An international team of astronomers made use of the South African-based MeerKAT radio telescope to discover the most detailed images of the largest cosmic shock wave visible from earth.
In a statement, the South African Radio Astronomy Organisation (SARAO) says these gigantic shock waves are much larger than our entire galaxy and form when clusters of galaxies collide in what are the most energetic events after the Big Bang.
Says SARAO: “Our universe is populated by galaxies that are not uniformly spread but concentrated in vast structures. The largest ones contain thousands of galaxies and are called ‘galaxy clusters’.”
It explains that sometimes, two galaxy clusters start attracting each other via the force of gravity, leading to an inevitable collision.
According to the organisation, collisions of galaxy clusters are the most powerful events that occur in our universe since its formation and can generate spectacular “fireworks” that we can observe using modern radio telescopes.
When two galaxy clusters collide, we can witness the propagation of a pair of gigantic shock waves through the newly formed cluster, similar to the sonic booms from supersonic aircraft, it adds.
An international team of astronomers made the most detailed study of such cosmic shock waves that were generated during the collision of two massive galaxy clusters more than a billion years ago, forming the galaxy cluster called Abell 3667.
“These structures are full of surprises and much more complex than what we initially thought,” says Professor Francesco de Gasperin from the University of Hamburg, lead author of the study.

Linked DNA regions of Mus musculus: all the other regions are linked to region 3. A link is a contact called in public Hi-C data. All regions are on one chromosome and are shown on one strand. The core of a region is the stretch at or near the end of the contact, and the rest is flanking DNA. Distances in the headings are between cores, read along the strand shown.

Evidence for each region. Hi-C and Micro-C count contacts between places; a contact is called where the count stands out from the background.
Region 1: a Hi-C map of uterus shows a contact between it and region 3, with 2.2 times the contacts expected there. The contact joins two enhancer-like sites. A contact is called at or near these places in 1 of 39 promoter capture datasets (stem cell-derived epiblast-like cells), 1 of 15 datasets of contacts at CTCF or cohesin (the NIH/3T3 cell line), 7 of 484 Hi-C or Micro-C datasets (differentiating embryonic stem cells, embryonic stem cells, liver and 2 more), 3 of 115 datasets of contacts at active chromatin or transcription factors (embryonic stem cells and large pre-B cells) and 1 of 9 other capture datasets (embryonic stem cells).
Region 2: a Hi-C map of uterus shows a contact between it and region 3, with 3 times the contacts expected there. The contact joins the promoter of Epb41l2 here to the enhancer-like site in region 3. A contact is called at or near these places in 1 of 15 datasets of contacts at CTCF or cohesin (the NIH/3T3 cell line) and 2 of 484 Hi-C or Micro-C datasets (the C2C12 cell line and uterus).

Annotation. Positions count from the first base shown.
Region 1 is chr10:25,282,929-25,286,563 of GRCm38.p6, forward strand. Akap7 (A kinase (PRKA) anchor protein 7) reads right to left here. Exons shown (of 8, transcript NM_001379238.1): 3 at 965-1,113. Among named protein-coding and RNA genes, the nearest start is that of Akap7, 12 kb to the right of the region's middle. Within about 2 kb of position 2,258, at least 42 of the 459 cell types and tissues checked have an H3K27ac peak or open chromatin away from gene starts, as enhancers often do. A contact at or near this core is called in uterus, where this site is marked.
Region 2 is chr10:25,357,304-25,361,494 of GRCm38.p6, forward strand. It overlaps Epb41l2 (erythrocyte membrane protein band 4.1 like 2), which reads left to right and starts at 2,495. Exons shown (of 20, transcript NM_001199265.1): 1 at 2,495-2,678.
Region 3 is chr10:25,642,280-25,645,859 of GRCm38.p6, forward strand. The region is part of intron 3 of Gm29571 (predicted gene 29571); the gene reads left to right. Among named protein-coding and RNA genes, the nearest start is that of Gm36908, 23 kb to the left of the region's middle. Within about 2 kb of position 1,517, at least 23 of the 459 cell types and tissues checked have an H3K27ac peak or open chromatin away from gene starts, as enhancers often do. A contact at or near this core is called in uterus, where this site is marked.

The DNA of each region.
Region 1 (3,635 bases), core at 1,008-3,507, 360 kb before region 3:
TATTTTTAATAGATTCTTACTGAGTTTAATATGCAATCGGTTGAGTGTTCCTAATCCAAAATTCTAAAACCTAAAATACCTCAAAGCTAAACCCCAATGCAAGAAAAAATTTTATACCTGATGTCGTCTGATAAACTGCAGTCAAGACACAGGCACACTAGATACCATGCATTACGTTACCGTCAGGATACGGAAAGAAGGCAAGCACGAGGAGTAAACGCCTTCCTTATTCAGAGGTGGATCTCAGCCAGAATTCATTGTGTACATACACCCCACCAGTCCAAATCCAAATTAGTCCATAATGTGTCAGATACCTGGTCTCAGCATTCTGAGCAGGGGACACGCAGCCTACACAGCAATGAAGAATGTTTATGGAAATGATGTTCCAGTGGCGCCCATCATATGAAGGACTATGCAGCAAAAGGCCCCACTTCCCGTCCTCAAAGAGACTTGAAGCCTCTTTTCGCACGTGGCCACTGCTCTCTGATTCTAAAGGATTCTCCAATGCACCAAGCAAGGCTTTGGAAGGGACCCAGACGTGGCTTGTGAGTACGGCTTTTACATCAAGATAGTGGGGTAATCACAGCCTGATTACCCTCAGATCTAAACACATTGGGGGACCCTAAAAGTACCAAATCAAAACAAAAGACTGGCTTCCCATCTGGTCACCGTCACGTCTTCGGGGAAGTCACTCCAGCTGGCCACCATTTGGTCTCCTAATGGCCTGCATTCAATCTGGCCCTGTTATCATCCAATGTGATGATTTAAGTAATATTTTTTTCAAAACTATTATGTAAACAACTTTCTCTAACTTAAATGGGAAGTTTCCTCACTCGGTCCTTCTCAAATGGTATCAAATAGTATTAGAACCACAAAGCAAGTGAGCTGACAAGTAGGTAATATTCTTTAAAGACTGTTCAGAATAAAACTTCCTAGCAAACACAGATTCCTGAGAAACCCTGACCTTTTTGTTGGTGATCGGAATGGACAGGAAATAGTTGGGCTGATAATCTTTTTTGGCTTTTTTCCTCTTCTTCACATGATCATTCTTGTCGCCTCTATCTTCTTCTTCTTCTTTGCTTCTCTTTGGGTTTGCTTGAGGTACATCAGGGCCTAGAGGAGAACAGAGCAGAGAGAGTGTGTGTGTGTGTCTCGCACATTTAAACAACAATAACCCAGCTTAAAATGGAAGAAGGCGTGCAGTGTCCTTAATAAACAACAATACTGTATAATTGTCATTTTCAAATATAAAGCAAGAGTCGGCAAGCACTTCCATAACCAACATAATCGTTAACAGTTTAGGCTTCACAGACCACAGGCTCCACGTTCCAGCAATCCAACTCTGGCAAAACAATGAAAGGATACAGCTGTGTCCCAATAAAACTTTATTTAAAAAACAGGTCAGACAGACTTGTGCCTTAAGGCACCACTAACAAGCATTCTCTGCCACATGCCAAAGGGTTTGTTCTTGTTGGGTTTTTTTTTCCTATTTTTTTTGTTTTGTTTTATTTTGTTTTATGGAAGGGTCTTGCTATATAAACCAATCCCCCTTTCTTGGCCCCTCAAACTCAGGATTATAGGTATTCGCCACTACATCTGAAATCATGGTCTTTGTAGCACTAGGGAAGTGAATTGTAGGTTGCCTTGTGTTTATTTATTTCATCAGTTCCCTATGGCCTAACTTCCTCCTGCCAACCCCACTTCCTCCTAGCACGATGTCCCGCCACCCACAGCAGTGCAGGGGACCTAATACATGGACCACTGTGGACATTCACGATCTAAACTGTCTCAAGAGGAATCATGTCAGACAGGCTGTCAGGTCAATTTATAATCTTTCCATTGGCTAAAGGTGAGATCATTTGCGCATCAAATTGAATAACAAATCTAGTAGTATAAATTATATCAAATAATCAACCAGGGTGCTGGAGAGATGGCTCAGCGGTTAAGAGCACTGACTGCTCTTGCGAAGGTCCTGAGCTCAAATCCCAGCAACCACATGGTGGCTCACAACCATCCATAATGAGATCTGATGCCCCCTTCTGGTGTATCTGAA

“The shock waves act as giant particle accelerators that accelerate electrons to speeds close to the speed of light. When these fast electrons cross a magnetic field they emit the radio waves that we see. The shocks are threaded by an intricate pattern of bright filaments that trace the location of giant magnetic field lines and the regions where electrons are accelerated.”
SARAO notes these shock waves are still propagating through the newly-formed galaxy cluster at the very high speed of 1 500km/s, corresponding to a Mach number of 2.5.
This means the shock front would cross the entire Earth in the time needed to read this sentence, it explains.
“The size of the main shock wave is impressive, spanning the entire width of the galaxy cluster for a total size of 6.5 million light years. For comparison, the Milky Way, the galaxy we live in, is more than 60 times smaller than this shock wave,” says SARAO.
These unique observations were carried out using the novel MeerKAT radio telescope, located in South Africa.
This telescope consists of 64 individual radio dishes that are 13.5 m in diameter and that are distributed over an area of 8km.
MeerKAT, originally the Karoo Array Telescope, is a radio telescope inaugurated in 2018, consisting of 64 antennas spread over a diameter of 8km in the Northern Cape.
SARAO notes MeerKAT is the most sensitive telescope of its kind in the world and is a precursor to the Square Kilometre Array radio telescope, to be built in SA and Australia within the coming decade.
“The presence of the shocks in Abell 3667 is detected using sharp changes in the properties of the hot gas, traced by its X-ray emission,” adds Professor Alexis Finoguenov from the University of Helsinki, who assisted the research by analysing the X-ray data, collected by the XMM-Newton observatory.